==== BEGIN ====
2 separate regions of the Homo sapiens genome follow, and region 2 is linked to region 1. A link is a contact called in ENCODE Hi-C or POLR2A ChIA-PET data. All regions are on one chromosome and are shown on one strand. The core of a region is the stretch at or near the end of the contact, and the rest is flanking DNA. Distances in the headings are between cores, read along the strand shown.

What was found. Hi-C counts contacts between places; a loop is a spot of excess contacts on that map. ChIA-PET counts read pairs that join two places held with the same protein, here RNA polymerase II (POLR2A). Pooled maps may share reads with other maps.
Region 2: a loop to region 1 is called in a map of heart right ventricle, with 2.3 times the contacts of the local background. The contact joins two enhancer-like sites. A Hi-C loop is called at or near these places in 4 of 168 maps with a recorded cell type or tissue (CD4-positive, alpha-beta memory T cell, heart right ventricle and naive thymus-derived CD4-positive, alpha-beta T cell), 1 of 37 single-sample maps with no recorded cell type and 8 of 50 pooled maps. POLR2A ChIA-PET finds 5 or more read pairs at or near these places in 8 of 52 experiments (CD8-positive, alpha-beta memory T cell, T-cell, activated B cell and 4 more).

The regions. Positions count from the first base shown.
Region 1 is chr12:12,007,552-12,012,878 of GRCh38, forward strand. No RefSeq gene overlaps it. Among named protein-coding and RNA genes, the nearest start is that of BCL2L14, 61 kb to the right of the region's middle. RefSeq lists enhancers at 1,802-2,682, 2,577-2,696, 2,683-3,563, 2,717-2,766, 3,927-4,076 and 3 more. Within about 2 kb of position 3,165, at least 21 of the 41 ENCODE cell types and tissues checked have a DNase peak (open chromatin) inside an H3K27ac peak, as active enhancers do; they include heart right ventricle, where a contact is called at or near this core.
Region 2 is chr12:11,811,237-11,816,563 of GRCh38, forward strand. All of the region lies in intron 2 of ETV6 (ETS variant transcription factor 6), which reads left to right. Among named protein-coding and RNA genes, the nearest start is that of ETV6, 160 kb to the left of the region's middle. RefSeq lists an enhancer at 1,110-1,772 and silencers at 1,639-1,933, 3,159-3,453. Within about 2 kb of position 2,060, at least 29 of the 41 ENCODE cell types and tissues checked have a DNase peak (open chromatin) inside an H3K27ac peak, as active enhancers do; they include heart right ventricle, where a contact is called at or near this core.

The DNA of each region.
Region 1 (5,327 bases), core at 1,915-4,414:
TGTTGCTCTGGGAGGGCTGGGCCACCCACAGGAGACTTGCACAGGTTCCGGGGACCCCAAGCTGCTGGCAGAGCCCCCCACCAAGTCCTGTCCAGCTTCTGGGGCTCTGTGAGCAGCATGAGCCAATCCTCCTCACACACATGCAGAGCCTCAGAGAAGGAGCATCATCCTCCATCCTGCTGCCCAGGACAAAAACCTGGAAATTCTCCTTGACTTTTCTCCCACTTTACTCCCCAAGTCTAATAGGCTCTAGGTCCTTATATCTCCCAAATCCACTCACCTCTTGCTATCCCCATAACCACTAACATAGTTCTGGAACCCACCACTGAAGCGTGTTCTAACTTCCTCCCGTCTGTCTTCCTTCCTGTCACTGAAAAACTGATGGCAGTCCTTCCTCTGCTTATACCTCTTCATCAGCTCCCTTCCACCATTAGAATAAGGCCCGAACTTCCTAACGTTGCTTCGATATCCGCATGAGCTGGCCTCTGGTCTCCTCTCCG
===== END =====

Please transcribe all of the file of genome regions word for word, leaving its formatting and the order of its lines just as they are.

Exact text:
2 separate regions of the Homo sapiens genome follow, and region 2 is linked to region 1. A link is a contact called in ENCODE Hi-C or POLR2A ChIA-PET data. All regions are on one chromosome and are shown on one strand. The core of a region is the stretch at or near the end of the contact, and the rest is flanking DNA. Distances in the headings are between cores, read along the strand shown.

What was found. Hi-C counts contacts between places; a loop is a spot of excess contacts on that map. ChIA-PET counts read pairs that join two places held with the same protein, here RNA polymerase II (POLR2A). Pooled maps may share reads with other maps.
Region 2: a loop to region 1 is called in a map of heart right ventricle, with 2.3 times the contacts of the local background. The contact joins two enhancer-like sites. A Hi-C loop is called at or near these places in 4 of 168 maps with a recorded cell type or tissue (CD4-positive, alpha-beta memory T cell, heart right ventricle and naive thymus-derived CD4-positive, alpha-beta T cell), 1 of 37 single-sample maps with no recorded cell type and 8 of 50 pooled maps. POLR2A ChIA-PET finds 5 or more read pairs at or near these places in 8 of 52 experiments (CD8-positive, alpha-beta memory T cell, T-cell, activated B cell and 4 more).

The regions. Positions count from the first base shown.
Region 1 is chr12:12,007,552-12,012,878 of GRCh38, forward strand. No RefSeq gene overlaps it. Among named protein-coding and RNA genes, the nearest start is that of BCL2L14, 61 kb to the right of the region's middle. RefSeq lists enhancers at 1,802-2,682, 2,577-2,696, 2,683-3,563, 2,717-2,766, 3,927-4,076 and 3 more. Within about 2 kb of position 3,165, at least 21 of the 41 ENCODE cell types and tissues checked have a DNase peak (open chromatin) inside an H3K27ac peak, as active enhancers do; they include heart right ventricle, where a contact is called at or near this core.
Region 2 is chr12:11,811,237-11,816,563 of GRCh38, forward strand. All of the region lies in intron 2 of ETV6 (ETS variant transcription factor 6), which reads left to right. Among named protein-coding and RNA genes, the nearest start is that of ETV6, 160 kb to the left of the region's middle. RefSeq lists an enhancer at 1,110-1,772 and silencers at 1,639-1,933, 3,159-3,453. Within about 2 kb of position 2,060, at least 29 of the 41 ENCODE cell types and tissues checked have a DNase peak (open chromatin) inside an H3K27ac peak, as active enhancers do; they include heart right ventricle, where a contact is called at or near this core.

The DNA of each region.
Region 1 (5,327 bases), core at 1,915-4,414:
TGTTGCTCTGGGAGGGCTGGGCCACCCACAGGAGACTTGCACAGGTTCCGGGGACCCCAAGCTGCTGGCAGAGCCCCCCACCAAGTCCTGTCCAGCTTCTGGGGCTCTGTGAGCAGCATGAGCCAATCCTCCTCACACACATGCAGAGCCTCAGAGAAGGAGCATCATCCTCCATCCTGCTGCCCAGGACAAAAACCTGGAAATTCTCCTTGACTTTTCTCCCACTTTACTCCCCAAGTCTAATAGGCTCTAGGTCCTTATATCTCCCAAATCCACTCACCTCTTGCTATCCCCATAACCACTAACATAGTTCTGGAACCCACCACTGAAGCGTGTTCTAACTTCCTCCCGTCTGTCTTCCTTCCTGTCACTGAAAAACTGATGGCAGTCCTTCCTCTGCTTATACCTCTTCATCAGCTCCCTTCCACCATTAGAATAAGGCCCGAACTTCCTAACGTTGCTTCGATATCCGCATGAGCTGGCCTCTGGTCTCCTCTCCG